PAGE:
Mercer Global Financial Services Pay Survey: No major jump in base pay following financial services bonus cap
- Base pay raises of between 2-3% anticipated
- Salary increases are highest in Emerging Markets and lowest in Europe
- Almost a quarter of banks plan to increase non-financial measures in annual incentive plans
- Few plan to eliminate role based allowances despite EBA Opinion Report
Dramatic increases in base salary amongst executives and professionals in the financial services sector have failed to materialize according to new research issued by Mercer. According to the data, projected base salary increases for 2015 remain modest running on average between 2.3 to 3.2%. Regionally, 2015 salary increases are expected to be between 5% and 8% in Emerging Markets, 2% and 3% in North America, and 1.5% and 2% in Europe. See Graph 1.
The data comes in the tenth edition of Mercer’s Global Financial Services Executive Compensation Snapshot Survey which was conducted in November 2014 with responses from 63 global financial institutions. The report provides an update on key changes and practices in compensation programs allowing companies within the sector to review and compare their own plans with those of their peers. The survey looks at projected salary increases and predicted bonus pool movements, as well as changes in annual, deferred and long-term incentives, pay mix, and role-based allowances.
“The weighting of base pay compared to other forms of pay within financial services has increased. However, the magnitude of base pay increases planned is less than expected.” says Vicki Elliott, Senior Partner at Mercer.
Base Salary Increases
The report says that forecasted base salary increases (including salary freezes) in 2015 will be modest, averaging 2.3 – 3.2% for all executives and 2.3% for senior corporate management. The banking industry is generally projecting lower salary increases than the insurance industry. Most organizations expect average employee pay in 2015 to be similar to 2014 levels although expectations in Europe and Emerging Markets are more positive than in North America. There is divergence within the sector too, with more than a quarter of insurance firms expecting average employee compensation to rise, while the majority of banks (85%) expect it to remain fairly stable.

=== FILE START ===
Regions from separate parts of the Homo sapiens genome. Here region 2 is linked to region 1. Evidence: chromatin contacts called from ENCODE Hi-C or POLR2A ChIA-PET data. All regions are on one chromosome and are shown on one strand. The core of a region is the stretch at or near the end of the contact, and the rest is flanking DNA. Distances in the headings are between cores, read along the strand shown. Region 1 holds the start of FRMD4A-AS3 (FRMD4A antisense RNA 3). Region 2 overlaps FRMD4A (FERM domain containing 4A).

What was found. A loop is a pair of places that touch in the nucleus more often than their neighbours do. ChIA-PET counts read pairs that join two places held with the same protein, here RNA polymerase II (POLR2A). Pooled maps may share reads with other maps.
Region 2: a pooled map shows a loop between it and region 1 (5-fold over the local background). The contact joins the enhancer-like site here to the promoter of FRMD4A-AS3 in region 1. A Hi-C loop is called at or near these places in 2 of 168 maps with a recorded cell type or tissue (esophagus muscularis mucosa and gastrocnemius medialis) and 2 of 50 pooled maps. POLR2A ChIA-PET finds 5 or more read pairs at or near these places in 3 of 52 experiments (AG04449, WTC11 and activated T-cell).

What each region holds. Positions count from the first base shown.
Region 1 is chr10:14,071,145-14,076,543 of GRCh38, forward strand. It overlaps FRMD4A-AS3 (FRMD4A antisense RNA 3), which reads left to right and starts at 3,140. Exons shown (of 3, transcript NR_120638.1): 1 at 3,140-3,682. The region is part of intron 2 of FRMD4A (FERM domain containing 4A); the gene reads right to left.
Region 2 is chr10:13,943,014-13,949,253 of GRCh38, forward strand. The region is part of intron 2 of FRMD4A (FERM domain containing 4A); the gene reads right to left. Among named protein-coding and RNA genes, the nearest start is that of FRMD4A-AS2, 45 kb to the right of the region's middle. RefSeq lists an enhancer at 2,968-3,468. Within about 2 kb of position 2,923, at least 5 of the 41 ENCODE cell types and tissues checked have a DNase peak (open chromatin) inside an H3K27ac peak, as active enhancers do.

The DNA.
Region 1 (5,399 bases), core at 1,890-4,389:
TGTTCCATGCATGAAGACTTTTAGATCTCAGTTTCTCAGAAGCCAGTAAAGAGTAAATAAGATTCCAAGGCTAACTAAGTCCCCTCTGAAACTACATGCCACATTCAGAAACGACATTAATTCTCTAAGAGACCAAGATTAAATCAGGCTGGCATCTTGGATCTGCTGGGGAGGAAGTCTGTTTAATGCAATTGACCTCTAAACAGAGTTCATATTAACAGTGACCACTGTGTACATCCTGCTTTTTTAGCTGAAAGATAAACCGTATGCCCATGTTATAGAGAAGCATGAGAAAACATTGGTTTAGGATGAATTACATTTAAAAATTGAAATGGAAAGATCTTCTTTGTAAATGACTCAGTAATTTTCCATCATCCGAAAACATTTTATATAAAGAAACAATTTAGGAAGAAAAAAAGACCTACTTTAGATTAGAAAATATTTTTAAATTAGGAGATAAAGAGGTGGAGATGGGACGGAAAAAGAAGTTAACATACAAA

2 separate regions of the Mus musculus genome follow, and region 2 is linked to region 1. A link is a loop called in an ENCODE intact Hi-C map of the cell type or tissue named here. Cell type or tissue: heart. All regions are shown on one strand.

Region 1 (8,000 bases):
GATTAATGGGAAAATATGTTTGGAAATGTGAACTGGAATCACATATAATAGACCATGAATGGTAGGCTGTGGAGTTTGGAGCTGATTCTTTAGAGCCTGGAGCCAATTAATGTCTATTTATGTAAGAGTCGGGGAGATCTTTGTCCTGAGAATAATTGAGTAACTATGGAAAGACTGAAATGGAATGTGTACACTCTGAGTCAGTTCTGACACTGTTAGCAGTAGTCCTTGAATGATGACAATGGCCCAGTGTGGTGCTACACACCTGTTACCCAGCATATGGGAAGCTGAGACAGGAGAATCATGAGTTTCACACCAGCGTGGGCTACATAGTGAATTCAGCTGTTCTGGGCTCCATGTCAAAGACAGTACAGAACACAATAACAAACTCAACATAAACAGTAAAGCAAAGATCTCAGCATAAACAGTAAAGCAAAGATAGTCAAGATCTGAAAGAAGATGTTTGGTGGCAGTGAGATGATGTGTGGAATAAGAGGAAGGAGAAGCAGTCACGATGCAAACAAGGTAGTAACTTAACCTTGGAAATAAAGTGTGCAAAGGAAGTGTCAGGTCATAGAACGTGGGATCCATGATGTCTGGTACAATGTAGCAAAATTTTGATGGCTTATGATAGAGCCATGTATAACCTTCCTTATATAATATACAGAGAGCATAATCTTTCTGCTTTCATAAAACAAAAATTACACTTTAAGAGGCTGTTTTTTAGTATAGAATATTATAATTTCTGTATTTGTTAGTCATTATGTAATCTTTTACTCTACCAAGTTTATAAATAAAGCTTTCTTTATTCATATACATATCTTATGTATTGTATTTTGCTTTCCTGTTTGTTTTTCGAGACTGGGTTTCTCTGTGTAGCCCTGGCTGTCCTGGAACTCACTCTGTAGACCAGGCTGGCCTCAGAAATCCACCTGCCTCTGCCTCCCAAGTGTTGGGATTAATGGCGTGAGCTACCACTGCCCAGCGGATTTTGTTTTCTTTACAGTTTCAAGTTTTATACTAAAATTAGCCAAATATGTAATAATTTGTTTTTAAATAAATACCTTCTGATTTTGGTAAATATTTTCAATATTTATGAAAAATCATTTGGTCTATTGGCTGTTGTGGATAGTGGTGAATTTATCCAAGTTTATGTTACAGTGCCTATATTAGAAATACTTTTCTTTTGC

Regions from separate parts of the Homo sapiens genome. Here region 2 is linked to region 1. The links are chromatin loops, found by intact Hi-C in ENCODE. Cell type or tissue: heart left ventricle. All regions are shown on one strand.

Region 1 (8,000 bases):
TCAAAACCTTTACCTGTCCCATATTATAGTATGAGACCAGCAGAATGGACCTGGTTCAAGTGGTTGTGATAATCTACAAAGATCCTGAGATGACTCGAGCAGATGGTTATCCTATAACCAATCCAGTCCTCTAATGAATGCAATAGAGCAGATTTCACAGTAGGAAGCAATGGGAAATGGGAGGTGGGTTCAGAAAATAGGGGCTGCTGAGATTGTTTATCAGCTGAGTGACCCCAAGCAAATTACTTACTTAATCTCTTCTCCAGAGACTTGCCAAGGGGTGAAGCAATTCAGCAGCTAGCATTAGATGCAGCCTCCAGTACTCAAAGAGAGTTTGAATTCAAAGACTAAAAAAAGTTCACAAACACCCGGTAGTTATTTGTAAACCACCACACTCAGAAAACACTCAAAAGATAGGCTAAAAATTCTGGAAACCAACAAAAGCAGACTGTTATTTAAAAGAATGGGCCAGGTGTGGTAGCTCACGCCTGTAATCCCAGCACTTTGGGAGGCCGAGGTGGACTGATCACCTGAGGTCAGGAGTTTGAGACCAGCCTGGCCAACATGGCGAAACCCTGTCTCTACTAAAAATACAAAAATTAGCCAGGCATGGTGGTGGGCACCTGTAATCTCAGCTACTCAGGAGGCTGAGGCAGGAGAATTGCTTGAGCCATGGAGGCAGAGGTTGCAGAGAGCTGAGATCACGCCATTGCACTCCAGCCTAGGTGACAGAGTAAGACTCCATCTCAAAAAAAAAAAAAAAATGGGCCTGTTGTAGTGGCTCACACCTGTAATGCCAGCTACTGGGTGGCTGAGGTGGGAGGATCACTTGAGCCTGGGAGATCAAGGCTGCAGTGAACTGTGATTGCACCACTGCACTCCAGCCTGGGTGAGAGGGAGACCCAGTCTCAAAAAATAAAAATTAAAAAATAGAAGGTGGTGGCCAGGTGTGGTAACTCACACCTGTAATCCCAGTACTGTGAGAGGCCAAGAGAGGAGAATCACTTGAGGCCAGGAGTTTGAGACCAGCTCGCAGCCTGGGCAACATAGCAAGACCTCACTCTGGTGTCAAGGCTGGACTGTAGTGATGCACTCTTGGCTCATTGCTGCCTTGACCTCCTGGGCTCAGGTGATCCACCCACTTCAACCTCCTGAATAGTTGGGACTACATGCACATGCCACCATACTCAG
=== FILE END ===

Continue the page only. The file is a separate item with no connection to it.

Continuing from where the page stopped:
Annual Incentives (Bonus)
Around 60% of companies predict 2015 annual incentive levels will be similar to 2014 although 20% expect levels to increase from last year. Increases are most expected in private banking, private equity, investment banking, and property & casualty insurance roles. In contrast, incentives are expected to be lower in fixed-income and staff positions. More than two-thirds of the organizations are not planning to change their target annual incentive levels for 2015 although at least15% are planning to increase levels in their private banking, commercial banking, equities and investment banking businesses. While most companies are not planning to make changes to their incentive design in 2015, 25% of banks plan to increase the weight of non-financial metrics in their annual incentive plans.
“Increasing numbers of banks are measuring customer satisfaction, employee engagement, quality of risk management, and other performance areas that are not financial,” says Dirk Vink, Senior Compensation Consultant and Survey Manager at Mercer. “These measures emphasize specific actions needed to achieve strategic objectives, which ultimately should improve profitability.”
Mandatory Deferrals and Clawbacks